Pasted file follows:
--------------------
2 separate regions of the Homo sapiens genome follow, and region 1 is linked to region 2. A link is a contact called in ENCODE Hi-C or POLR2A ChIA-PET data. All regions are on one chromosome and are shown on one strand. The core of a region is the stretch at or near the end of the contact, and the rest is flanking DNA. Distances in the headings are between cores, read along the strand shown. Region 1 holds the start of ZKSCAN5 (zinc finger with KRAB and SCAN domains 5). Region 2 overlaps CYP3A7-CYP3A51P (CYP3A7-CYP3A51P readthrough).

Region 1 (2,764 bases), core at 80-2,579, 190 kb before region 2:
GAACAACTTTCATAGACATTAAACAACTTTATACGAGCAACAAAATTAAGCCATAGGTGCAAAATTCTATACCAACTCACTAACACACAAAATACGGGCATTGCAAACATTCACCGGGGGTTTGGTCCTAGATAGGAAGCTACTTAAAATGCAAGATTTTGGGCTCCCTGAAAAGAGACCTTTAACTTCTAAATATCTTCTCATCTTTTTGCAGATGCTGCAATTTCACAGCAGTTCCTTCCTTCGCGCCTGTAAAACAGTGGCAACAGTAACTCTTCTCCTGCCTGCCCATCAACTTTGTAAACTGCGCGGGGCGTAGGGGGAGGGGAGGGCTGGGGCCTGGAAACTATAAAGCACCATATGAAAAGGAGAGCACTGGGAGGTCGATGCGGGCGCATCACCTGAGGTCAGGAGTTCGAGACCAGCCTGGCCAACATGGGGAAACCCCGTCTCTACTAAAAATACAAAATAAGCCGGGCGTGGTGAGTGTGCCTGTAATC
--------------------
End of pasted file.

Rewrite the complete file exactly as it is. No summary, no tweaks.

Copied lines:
2 separate regions of the Homo sapiens genome follow, and region 1 is linked to region 2. A link is a contact called in ENCODE Hi-C or POLR2A ChIA-PET data. All regions are on one chromosome and are shown on one strand. The core of a region is the stretch at or near the end of the contact, and the rest is flanking DNA. Distances in the headings are between cores, read along the strand shown. Region 1 holds the start of ZKSCAN5 (zinc finger with KRAB and SCAN domains 5). Region 2 overlaps CYP3A7-CYP3A51P (CYP3A7-CYP3A51P readthrough).

Region 1 (2,764 bases), core at 80-2,579, 190 kb before region 2:
GAACAACTTTCATAGACATTAAACAACTTTATACGAGCAACAAAATTAAGCCATAGGTGCAAAATTCTATACCAACTCACTAACACACAAAATACGGGCATTGCAAACATTCACCGGGGGTTTGGTCCTAGATAGGAAGCTACTTAAAATGCAAGATTTTGGGCTCCCTGAAAAGAGACCTTTAACTTCTAAATATCTTCTCATCTTTTTGCAGATGCTGCAATTTCACAGCAGTTCCTTCCTTCGCGCCTGTAAAACAGTGGCAACAGTAACTCTTCTCCTGCCTGCCCATCAACTTTGTAAACTGCGCGGGGCGTAGGGGGAGGGGAGGGCTGGGGCCTGGAAACTATAAAGCACCATATGAAAAGGAGAGCACTGGGAGGTCGATGCGGGCGCATCACCTGAGGTCAGGAGTTCGAGACCAGCCTGGCCAACATGGGGAAACCCCGTCTCTACTAAAAATACAAAATAAGCCGGGCGTGGTGAGTGTGCCTGTAATC